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Fast-melting ice ‘raising ocean levels twice as fast’

SEA levels are set to rise by more than 2ft (60cm) by the end of the century — at least twice as much as previously predicted, warns new research.

The higher rate of increase — caused by accelerated melting of polar ice sheets — would devastate coastal communities around the world.

It would mean ocean water levels gaining an additional millimetre a year for each of the coming decades.

Prof Steve Nerem, of the University of Colorado in Boulder, US, said: ‘This acceleration, driven mainly by melting in Greenland and Antarctica, has the potential to double the total sea level rise by 2100 compared with projections that assume a constant rate — more than 2ft (60cm) instead of about 1ft (30cm).’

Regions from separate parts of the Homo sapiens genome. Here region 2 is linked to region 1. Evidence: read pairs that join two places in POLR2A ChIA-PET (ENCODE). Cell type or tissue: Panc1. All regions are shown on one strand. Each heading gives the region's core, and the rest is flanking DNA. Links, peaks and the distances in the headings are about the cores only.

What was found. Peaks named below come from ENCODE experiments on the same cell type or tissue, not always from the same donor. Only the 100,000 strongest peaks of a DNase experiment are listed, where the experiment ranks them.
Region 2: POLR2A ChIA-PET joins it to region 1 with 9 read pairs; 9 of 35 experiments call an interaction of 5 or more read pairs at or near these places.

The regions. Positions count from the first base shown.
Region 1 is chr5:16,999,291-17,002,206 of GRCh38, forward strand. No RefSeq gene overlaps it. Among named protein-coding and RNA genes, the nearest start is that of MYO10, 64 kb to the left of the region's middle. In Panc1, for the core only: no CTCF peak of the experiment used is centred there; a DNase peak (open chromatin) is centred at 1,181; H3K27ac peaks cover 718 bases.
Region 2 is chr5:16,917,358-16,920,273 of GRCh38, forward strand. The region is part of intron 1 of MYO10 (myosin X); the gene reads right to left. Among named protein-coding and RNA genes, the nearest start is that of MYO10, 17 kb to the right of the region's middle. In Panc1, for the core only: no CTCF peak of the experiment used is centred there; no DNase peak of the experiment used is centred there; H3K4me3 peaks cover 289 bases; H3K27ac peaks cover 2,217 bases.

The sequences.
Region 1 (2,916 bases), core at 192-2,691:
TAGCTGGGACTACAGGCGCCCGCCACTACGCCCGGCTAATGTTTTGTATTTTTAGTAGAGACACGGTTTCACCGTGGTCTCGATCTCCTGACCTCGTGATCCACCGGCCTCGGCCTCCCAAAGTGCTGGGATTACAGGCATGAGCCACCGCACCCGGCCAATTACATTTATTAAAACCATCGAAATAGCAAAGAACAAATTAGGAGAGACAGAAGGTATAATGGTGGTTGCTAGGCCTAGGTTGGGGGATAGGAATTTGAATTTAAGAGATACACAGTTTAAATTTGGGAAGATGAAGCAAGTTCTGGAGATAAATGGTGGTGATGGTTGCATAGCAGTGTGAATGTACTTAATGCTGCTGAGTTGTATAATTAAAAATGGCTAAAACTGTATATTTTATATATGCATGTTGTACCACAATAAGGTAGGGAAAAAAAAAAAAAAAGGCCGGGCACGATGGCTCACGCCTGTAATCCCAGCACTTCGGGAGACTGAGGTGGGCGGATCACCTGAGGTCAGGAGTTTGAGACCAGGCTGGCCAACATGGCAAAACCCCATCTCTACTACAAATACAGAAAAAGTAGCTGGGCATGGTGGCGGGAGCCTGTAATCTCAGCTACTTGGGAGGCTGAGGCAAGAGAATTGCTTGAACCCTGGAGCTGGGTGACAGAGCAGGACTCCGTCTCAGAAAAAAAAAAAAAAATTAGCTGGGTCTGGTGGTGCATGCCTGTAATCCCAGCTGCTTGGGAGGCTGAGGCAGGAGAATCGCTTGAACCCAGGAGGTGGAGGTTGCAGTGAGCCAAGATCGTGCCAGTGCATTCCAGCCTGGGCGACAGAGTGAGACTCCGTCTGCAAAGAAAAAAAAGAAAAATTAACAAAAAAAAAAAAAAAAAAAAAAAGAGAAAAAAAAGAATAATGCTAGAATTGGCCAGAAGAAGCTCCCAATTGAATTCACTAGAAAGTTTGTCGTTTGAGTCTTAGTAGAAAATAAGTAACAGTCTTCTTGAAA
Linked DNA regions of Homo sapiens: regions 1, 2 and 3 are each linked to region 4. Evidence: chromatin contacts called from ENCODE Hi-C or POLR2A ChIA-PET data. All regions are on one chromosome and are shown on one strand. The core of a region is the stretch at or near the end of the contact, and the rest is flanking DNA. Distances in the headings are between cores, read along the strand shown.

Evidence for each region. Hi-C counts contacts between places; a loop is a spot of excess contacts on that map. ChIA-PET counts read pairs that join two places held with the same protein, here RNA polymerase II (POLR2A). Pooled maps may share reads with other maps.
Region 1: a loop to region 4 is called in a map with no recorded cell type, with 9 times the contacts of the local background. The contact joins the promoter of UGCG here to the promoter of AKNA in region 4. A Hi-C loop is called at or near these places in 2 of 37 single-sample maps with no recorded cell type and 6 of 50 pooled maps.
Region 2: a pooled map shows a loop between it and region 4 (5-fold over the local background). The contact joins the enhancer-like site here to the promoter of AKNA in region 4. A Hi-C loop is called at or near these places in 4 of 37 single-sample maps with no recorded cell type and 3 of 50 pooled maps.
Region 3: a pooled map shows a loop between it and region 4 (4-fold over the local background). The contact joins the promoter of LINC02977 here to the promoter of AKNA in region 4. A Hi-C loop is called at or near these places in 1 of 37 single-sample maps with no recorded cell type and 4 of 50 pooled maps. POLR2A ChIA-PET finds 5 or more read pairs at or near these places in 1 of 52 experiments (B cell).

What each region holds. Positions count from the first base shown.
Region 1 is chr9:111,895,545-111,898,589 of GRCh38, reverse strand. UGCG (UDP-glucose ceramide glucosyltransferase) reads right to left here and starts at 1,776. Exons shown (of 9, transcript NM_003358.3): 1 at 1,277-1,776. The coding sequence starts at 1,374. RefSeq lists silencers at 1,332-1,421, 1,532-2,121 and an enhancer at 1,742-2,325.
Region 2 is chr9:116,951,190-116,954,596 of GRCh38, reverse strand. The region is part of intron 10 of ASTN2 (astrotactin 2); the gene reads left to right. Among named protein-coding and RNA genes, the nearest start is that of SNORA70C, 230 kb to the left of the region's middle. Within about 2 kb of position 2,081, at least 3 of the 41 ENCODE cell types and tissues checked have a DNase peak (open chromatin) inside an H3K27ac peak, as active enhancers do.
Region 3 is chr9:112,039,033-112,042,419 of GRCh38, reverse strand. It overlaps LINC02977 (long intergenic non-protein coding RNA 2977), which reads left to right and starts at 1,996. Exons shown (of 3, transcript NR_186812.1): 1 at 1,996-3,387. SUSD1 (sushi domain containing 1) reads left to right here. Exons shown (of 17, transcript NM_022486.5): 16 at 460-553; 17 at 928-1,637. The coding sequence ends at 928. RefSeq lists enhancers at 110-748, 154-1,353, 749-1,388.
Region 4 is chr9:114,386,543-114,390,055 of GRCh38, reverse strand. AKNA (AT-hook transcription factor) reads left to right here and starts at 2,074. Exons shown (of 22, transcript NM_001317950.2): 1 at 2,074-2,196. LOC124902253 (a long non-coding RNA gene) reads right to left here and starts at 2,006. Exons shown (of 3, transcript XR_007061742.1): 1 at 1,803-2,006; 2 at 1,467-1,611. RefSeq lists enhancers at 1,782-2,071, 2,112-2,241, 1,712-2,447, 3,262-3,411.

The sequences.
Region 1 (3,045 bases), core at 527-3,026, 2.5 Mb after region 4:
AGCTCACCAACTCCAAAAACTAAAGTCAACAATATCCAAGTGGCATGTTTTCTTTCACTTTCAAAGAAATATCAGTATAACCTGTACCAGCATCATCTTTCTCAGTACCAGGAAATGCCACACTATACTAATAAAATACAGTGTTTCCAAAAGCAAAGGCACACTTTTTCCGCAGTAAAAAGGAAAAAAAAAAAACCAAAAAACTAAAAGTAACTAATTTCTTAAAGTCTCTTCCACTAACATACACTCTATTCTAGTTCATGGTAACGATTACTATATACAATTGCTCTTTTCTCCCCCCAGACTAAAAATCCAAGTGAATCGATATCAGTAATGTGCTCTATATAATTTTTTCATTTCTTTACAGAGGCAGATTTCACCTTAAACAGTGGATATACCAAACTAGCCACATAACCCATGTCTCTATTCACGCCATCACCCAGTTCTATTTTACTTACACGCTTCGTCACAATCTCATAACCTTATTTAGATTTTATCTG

The findings, published by the National Academy of Sciences, could mean places as far flung as Bangladesh, parts of Washington DC and Shanghai, China, being engulfed by rising waters.

Co-author Prof Gary Mitchum, of the University of South Florida College of Marine Science, said: ‘This is a game changer as far as the climate change discussion goes.’

WEATHER warnings for winds, snow and rain are in place for the south-west, Northern Ireland and western Scotland today. It follows a day of disruption yesterday when snow closed dozens of schools in the Highlands and caused havoc on roads. Sleet, hail and rain are forecast for the south after a very cold start to the day with frost and ice in many places. Temperatures are expected to rise midweek.